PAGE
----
I have to say that I hate those recommendations of ‘things that you should do before you die’, like paraglide naked in the moonlight with whale sharks in Lappland. But still, if eating fresh paua (or any seafood you took part in landing) at the bottom of New Zealand turns out to be one of them, you are sure to be glad of it.

Troll with a lure while you’re at it and you may get a barracouta (Thyrsites atun) – not a popular local delicacy, but can be bait for the blue cod (Parapercis colias) that is

Troll with a lure while you’re at it and you may get a barracouta (Thyrsites atun) – not a popular local delicacy, but can be bait for the blue cod (Parapercis colias) that is

While swimming is decidedly chilly around Stewart Island, there is a good chance that you will be cold and wet above the water anyway

While swimming is decidedly chilly around Stewart Island, there is a good chance that you will be cold and wet above the water anyway

Snorkelling alongside a kayak buddy helps you be a little bolder and gives you somewhere to stash the catch

Snorkelling alongside a kayak buddy helps you be a little bolder and gives you somewhere to stash the catch

Cook them as you would other abalone, sliced and tenderised in my view, sautéed hot and fast in butter (see here). Generous serves in a sandwich of that cheap soft white bread you mightn’t let your kids eat, particularly when camping, can be perfect (and a filling with an (irrelevant) market value of $10 on 10c bread is somehow strangely and ironically decadent).

PauaFeet

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If patience was indeed a virtue, a great many more fishermen and women would be saints. And if persistence was instead the virtue, almost all of those who keep on fishing through most of their lives would be candidates. Because that is what fishing so often seems to call upon. I know one bloke who heads out to catch live bait in the afternoon to fish dusk in one place, the turn of the tide in the night at another and has been known to catch a few z’s on the floor of the dinghy before trying another tide change or dawn, only to go home empty handed. When many, including me, might have been more inclined to take the squid from the bait catch home for a meal at a decent hour, he is after Sydney Harbour’s game fish and only its game fish – kingies (Seriola lalandi) in the day and jewies (Argyrosomus japonicus) in the night. For others, the persistence is a fierce refusal to be beaten by a particular fishing spot or method; returning again and again because they know that sooner or later the fish will be ‘on the chew’. For me, it is trout along the shores of the outlet of New Zealand’s Lake Wanaka where the Clutha River begins.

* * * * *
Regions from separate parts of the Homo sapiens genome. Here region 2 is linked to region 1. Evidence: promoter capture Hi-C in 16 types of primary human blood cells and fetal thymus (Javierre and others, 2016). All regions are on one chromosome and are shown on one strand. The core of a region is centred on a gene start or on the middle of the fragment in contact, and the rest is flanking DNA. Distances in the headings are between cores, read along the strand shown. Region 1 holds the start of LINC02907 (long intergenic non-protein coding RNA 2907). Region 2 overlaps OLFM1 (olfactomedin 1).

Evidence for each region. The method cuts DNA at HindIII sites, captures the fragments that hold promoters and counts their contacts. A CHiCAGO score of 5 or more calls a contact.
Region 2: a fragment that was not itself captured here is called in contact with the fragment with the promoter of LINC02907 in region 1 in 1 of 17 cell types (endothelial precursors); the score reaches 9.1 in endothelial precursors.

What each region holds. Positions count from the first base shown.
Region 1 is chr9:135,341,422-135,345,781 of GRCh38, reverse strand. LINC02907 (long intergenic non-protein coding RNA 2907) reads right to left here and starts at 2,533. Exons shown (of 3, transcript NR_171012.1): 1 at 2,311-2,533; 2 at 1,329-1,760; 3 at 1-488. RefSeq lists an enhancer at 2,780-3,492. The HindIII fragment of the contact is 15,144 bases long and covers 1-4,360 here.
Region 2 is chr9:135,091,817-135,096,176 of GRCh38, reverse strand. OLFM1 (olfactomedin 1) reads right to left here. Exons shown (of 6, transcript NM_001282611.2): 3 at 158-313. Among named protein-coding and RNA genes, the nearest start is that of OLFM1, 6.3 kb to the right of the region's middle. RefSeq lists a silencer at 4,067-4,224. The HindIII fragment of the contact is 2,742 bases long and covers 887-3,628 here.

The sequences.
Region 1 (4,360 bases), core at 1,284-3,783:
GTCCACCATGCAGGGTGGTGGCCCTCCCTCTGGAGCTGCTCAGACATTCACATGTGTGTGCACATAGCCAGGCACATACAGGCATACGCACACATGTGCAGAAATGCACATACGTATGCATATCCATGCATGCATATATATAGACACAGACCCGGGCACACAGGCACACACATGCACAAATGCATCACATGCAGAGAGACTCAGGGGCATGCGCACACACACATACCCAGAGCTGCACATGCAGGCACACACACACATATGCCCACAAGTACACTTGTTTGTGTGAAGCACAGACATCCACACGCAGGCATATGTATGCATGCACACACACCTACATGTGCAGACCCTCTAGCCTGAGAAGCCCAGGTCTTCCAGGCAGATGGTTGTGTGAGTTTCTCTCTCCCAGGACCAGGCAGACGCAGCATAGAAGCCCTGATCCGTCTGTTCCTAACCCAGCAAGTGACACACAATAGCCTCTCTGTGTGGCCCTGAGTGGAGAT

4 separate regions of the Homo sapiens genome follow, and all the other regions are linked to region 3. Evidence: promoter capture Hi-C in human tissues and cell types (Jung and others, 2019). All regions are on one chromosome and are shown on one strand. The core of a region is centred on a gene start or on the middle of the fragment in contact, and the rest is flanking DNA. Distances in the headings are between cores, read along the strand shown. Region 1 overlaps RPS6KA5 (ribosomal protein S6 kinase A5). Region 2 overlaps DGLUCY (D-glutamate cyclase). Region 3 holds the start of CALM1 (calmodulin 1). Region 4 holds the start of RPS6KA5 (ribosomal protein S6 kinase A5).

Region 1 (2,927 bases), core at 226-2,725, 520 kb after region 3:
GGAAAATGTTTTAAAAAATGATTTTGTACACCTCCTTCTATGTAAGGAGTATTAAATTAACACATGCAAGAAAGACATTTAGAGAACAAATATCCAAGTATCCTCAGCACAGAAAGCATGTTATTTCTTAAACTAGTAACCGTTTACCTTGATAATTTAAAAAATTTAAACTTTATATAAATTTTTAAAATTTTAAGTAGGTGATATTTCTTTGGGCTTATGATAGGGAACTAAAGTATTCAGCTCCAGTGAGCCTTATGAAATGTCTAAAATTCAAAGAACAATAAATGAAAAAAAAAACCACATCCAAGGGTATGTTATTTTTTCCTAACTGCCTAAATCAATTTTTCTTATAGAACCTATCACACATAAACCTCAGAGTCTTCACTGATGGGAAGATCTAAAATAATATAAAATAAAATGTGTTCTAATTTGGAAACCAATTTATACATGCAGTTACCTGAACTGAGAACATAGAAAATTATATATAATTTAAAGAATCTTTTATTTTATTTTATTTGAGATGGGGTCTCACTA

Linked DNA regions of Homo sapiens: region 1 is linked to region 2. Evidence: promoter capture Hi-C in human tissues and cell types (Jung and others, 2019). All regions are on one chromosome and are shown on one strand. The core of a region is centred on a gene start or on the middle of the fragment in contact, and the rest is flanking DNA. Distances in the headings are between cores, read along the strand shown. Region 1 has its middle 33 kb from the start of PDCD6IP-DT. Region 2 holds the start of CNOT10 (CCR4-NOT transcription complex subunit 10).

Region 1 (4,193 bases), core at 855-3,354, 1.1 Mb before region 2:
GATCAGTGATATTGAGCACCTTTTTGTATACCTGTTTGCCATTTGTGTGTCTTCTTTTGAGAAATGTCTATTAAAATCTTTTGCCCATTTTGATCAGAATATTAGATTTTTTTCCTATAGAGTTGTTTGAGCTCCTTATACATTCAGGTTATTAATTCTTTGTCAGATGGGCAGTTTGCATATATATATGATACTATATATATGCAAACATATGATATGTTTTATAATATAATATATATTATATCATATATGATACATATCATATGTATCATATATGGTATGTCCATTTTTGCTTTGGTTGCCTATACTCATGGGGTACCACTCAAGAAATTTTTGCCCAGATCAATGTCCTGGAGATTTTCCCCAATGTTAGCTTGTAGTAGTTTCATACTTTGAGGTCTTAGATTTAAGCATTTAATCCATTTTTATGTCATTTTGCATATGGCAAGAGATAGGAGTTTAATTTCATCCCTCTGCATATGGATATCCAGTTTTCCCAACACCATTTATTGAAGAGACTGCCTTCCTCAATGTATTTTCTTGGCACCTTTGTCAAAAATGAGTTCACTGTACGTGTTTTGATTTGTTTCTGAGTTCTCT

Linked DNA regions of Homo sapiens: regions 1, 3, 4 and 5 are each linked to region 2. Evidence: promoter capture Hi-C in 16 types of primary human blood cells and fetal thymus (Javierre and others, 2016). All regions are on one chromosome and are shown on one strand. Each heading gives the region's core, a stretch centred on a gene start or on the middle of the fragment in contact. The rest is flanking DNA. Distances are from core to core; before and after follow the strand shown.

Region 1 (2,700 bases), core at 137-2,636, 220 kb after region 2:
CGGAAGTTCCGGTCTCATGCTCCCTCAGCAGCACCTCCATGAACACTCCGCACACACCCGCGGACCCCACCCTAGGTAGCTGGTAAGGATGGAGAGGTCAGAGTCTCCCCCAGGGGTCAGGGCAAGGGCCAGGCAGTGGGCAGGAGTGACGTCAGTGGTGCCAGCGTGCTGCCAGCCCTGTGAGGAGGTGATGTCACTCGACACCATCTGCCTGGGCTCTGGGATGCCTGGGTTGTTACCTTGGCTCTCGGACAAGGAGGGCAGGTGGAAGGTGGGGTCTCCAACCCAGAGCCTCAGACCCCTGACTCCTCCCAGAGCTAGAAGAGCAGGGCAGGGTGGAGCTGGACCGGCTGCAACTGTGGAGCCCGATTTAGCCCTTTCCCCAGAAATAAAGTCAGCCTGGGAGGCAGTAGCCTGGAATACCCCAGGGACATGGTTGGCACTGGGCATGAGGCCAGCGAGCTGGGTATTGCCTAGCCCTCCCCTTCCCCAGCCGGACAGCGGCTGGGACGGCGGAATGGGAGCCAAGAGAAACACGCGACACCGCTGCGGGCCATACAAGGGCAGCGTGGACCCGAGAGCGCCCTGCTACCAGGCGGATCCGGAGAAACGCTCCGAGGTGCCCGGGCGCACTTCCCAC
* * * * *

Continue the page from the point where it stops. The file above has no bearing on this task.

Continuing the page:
No fish

Not catching fish, but with a wonderful view on Lake Wanka